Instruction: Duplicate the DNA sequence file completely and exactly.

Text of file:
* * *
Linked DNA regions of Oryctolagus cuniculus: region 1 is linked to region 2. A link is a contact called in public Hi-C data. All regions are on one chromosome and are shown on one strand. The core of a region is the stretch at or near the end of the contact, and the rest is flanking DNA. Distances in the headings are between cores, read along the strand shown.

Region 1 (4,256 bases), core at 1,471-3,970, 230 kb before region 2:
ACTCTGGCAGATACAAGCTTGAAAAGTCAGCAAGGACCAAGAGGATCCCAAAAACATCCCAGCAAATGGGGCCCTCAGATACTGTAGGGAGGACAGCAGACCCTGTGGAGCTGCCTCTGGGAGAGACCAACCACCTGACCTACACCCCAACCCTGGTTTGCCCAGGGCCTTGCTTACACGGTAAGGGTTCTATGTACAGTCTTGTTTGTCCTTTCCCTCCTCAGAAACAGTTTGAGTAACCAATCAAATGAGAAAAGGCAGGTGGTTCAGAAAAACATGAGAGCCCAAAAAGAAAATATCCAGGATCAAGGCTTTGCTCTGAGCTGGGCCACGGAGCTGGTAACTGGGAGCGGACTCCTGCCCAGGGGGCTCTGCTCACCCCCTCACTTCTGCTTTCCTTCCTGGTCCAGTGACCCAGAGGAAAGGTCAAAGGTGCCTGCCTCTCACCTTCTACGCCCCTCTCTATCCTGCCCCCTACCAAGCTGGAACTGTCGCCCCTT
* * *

Linked DNA regions of Oryctolagus cuniculus: region 1 is linked to region 2. A link is a contact called in public Hi-C data. All regions are on one chromosome and are shown on one strand. The core of a region is the stretch at or near the end of the contact, and the rest is flanking DNA. Distances in the headings are between cores, read along the strand shown.

Region 1 (4,256 bases), core at 1,471-3,970, 230 kb before region 2:
ACTCTGGCAGATACAAGCTTGAAAAGTCAGCAAGGACCAAGAGGATCCCAAAAACATCCCAGCAAATGGGGCCCTCAGATACTGTAGGGAGGACAGCAGACCCTGTGGAGCTGCCTCTGGGAGAGACCAACCACCTGACCTACACCCCAACCCTGGTTTGCCCAGGGCCTTGCTTACACGGTAAGGGTTCTATGTACAGTCTTGTTTGTCCTTTCCCTCCTCAGAAACAGTTTGAGTAACCAATCAAATGAGAAAAGGCAGGTGGTTCAGAAAAACATGAGAGCCCAAAAAGAAAATATCCAGGATCAAGGCTTTGCTCTGAGCTGGGCCACGGAGCTGGTAACTGGGAGCGGACTCCTGCCCAGGGGGCTCTGCTCACCCCCTCACTTCTGCTTTCCTTCCTGGTCCAGTGACCCAGAGGAAAGGTCAAAGGTGCCTGCCTCTCACCTTCTACGCCCCTCTCTATCCTGCCCCCTACCAAGCTGGAACTGTCGCCCCTT